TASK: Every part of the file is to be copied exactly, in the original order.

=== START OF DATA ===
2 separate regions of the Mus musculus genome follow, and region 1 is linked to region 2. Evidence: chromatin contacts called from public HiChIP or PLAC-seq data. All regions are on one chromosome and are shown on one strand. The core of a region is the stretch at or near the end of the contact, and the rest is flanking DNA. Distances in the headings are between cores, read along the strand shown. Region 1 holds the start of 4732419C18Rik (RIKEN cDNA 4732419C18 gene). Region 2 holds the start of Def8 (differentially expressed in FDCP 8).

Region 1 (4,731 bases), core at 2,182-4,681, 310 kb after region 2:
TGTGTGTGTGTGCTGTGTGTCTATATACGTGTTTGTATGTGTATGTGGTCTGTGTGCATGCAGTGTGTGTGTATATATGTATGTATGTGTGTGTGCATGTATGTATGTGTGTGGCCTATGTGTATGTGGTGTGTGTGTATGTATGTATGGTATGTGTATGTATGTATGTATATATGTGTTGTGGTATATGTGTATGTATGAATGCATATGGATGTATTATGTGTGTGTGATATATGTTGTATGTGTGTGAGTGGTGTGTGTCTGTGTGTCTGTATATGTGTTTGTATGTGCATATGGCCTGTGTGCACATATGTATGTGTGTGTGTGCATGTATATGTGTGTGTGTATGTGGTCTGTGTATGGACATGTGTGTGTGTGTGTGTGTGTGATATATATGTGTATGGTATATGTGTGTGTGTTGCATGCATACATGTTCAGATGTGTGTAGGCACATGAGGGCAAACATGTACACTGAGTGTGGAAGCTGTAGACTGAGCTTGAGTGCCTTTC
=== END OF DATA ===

2 separate regions of the Mus musculus genome follow, and region 1 is linked to region 2. Evidence: chromatin contacts called from public HiChIP or PLAC-seq data. All regions are on one chromosome and are shown on one strand. The core of a region is the stretch at or near the end of the contact, and the rest is flanking DNA. Distances in the headings are between cores, read along the strand shown. Region 1 holds the start of 4732419C18Rik (RIKEN cDNA 4732419C18 gene). Region 2 holds the start of Def8 (differentially expressed in FDCP 8).

Region 1 (4,731 bases), core at 2,182-4,681, 310 kb after region 2:
TGTGTGTGTGTGCTGTGTGTCTATATACGTGTTTGTATGTGTATGTGGTCTGTGTGCATGCAGTGTGTGTGTATATATGTATGTATGTGTGTGTGCATGTATGTATGTGTGTGGCCTATGTGTATGTGGTGTGTGTGTATGTATGTATGGTATGTGTATGTATGTATGTATATATGTGTTGTGGTATATGTGTATGTATGAATGCATATGGATGTATTATGTGTGTGTGATATATGTTGTATGTGTGTGAGTGGTGTGTGTCTGTGTGTCTGTATATGTGTTTGTATGTGCATATGGCCTGTGTGCACATATGTATGTGTGTGTGTGCATGTATATGTGTGTGTGTATGTGGTCTGTGTATGGACATGTGTGTGTGTGTGTGTGTGTGATATATATGTGTATGGTATATGTGTGTGTGTTGCATGCATACATGTTCAGATGTGTGTAGGCACATGAGGGCAAACATGTACACTGAGTGTGGAAGCTGTAGACTGAGCTTGAGTGCCTTTC